Results tagged “Alison Grieve” from Business Insider Blog
My nails dramatically decreased in size during the month of July. I nervously nibbled as I awaited the first production units arriving from China, desperate for Safetray to play its own part in the largest arts festival in the world - a showcase in front of an international audience within my beloved hometown during Edinburgh's multiple festivals.
Leading up to the arrival I had been fed worrying snippets of information regarding the progress with the mould tool. The initial photographs were kept from me - Fearsomengine quite rightly deciding that a snapshot image of a mangled piece of plastic might be more upsetting than informative - and so it was a relief indeed to finally see (a fortnight ago) a physical embodiment of the Safetray looking actually rather handsome.
I grew up in a household with a permanently revolving front door. It was a bit like living in the transit lounge of Heathrow Airport, with visitors from New Zealand, Romania, India, France, Canada and many others, breaking bread at our family's kitchen table.
This diversity of social interaction provided me with a patchwork quilt of influence and aspiration. It taught me the importance of tapping into to the knowledge and experience of others in order to broaden my horizons and deepen my understanding of how the world works.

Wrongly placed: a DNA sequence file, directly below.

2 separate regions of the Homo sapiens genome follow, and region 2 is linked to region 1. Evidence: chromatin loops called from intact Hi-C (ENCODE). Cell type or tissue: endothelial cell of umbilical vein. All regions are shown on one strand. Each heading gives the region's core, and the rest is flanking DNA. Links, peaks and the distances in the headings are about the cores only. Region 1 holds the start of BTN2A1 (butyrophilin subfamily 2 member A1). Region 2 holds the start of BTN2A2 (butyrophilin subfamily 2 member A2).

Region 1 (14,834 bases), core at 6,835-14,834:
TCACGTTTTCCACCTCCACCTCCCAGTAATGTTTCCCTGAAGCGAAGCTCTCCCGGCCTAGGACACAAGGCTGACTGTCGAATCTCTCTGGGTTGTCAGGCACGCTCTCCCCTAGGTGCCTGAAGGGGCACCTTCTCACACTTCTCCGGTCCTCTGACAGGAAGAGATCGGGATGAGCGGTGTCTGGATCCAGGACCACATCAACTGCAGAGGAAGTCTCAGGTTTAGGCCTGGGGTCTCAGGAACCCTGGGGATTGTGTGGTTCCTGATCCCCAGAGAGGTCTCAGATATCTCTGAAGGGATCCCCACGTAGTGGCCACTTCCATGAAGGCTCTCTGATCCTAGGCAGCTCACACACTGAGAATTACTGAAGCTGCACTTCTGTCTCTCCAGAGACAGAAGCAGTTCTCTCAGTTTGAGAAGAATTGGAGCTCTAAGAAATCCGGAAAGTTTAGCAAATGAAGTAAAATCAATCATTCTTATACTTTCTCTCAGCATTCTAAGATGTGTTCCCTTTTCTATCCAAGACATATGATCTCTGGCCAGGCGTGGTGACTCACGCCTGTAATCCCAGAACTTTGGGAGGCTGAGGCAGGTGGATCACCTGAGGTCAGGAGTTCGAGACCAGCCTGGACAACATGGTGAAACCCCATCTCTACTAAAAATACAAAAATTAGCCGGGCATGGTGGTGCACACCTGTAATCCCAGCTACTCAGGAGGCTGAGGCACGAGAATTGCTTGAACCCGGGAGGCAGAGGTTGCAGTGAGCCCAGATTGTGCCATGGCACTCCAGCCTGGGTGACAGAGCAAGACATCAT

It is a lesson that I have applied throughout my career but never more so than since embarking upon the Safetray project. This week I thought it might be useful to provide an overview of some of the people who have been played a big part in guiding me through the Safetray journey so far.
It seems a particularly relevant week to be talking about the multiple steps in our design process to have led Safetray to the stage it is at now.
If rumours are to be believed, our design process involved me scribbling down some sketches of an adapted food and drinks tray, sending them over to Fearsomengine and, BINGO, we had ourselves a revolutionary product.
How I wish it was that simple.
Fearsomengine were involved very early on in the design process. They wanted to have a look at a variety ways of stabilising trays before committing with certainty to my original idea of having some sort of solid retractable device that would slide in-between the fingers of service staff to provide the required support.